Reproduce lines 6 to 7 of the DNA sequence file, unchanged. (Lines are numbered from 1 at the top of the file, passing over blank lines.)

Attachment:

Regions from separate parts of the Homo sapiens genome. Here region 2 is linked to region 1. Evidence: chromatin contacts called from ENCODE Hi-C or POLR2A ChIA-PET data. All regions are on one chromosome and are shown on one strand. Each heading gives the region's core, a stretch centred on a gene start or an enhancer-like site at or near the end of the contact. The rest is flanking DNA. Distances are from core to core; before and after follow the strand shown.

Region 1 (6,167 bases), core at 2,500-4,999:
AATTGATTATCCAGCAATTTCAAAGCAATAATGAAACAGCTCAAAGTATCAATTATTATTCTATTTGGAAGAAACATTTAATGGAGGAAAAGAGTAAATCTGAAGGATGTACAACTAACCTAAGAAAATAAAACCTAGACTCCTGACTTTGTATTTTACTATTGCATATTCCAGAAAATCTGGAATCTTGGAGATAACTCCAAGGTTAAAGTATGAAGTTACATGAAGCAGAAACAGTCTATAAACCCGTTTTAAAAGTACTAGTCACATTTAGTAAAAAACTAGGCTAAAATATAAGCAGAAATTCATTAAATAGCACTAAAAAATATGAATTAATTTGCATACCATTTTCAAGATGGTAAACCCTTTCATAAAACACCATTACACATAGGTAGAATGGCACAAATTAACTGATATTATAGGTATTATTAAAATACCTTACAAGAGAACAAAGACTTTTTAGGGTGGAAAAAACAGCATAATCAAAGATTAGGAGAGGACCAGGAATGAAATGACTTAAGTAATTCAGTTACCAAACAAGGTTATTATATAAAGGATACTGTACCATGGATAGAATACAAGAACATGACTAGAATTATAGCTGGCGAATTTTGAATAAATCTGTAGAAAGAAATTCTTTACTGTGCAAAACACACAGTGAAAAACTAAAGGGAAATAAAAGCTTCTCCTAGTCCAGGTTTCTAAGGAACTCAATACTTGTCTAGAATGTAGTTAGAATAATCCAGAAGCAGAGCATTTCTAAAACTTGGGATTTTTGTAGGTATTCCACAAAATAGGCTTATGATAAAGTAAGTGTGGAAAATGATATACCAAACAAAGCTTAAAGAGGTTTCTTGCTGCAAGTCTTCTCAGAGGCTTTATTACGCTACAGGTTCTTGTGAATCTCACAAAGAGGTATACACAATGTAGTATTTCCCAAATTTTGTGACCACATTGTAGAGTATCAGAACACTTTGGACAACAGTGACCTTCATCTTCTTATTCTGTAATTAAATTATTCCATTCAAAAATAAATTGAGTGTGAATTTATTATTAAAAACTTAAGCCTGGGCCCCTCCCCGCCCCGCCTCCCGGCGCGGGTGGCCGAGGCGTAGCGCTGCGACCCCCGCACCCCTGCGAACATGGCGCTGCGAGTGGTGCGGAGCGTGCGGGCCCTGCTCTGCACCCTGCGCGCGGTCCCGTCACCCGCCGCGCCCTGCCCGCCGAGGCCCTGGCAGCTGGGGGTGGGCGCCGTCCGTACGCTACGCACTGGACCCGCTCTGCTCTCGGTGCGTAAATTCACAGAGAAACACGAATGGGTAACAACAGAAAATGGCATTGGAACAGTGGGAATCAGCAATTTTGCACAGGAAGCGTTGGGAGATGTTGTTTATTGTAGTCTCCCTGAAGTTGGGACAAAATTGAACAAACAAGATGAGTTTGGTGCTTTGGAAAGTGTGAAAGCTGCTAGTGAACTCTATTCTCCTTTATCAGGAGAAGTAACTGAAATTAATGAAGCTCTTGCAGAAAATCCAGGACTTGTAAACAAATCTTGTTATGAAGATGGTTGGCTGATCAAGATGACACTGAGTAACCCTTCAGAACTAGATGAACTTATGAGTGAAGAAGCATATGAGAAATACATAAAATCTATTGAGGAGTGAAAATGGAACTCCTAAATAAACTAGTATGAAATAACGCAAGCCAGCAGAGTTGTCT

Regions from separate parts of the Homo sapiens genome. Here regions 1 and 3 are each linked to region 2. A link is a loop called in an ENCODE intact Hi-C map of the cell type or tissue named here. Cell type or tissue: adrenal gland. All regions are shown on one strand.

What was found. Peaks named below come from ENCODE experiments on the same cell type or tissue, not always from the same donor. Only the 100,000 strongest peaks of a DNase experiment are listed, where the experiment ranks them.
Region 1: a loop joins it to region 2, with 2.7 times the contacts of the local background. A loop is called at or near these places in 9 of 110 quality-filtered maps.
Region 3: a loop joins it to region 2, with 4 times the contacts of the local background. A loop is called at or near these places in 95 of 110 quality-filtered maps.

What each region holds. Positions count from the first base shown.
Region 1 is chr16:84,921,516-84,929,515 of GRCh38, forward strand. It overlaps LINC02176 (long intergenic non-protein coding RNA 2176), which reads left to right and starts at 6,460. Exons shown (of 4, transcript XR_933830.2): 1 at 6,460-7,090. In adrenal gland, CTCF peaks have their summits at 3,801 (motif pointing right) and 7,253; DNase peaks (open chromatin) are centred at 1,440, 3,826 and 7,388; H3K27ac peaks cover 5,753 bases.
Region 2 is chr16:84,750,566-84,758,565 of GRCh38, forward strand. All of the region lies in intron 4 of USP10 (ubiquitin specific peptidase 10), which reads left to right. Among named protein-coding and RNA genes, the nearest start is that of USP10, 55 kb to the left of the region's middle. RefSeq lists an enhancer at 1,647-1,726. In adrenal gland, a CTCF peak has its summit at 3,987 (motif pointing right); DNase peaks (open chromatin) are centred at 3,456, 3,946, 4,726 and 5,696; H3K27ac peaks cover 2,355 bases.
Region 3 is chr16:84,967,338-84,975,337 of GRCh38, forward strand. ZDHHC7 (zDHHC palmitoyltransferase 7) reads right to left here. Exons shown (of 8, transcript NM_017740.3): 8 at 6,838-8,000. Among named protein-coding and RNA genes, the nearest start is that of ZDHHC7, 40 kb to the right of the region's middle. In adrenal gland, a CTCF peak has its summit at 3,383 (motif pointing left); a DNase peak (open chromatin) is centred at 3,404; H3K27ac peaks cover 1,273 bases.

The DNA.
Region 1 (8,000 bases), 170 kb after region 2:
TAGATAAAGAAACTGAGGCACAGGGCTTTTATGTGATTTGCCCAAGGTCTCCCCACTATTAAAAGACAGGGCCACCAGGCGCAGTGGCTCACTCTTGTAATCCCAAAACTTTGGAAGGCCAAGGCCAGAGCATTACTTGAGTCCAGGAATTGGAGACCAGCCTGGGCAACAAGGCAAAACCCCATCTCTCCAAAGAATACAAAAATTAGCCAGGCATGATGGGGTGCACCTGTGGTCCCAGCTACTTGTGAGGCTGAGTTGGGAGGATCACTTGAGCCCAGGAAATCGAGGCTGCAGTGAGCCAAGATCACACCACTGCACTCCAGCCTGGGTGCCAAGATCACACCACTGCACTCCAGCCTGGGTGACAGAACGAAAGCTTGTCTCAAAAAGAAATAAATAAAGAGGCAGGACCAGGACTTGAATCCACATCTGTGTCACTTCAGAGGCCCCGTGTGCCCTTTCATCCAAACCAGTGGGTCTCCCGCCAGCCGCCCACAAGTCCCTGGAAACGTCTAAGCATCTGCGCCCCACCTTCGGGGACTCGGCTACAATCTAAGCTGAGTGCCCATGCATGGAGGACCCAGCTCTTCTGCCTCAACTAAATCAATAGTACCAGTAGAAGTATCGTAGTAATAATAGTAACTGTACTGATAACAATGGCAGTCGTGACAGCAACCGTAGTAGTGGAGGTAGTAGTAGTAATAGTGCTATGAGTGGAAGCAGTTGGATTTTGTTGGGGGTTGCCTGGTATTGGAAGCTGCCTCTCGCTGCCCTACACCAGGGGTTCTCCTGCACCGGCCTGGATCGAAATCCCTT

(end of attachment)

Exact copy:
Region 1: a loop joins it to region 2, with 2.7 times the contacts of the local background. A loop is called at or near these places in 9 of 110 quality-filtered maps.
Region 3: a loop joins it to region 2, with 4 times the contacts of the local background. A loop is called at or near these places in 95 of 110 quality-filtered maps.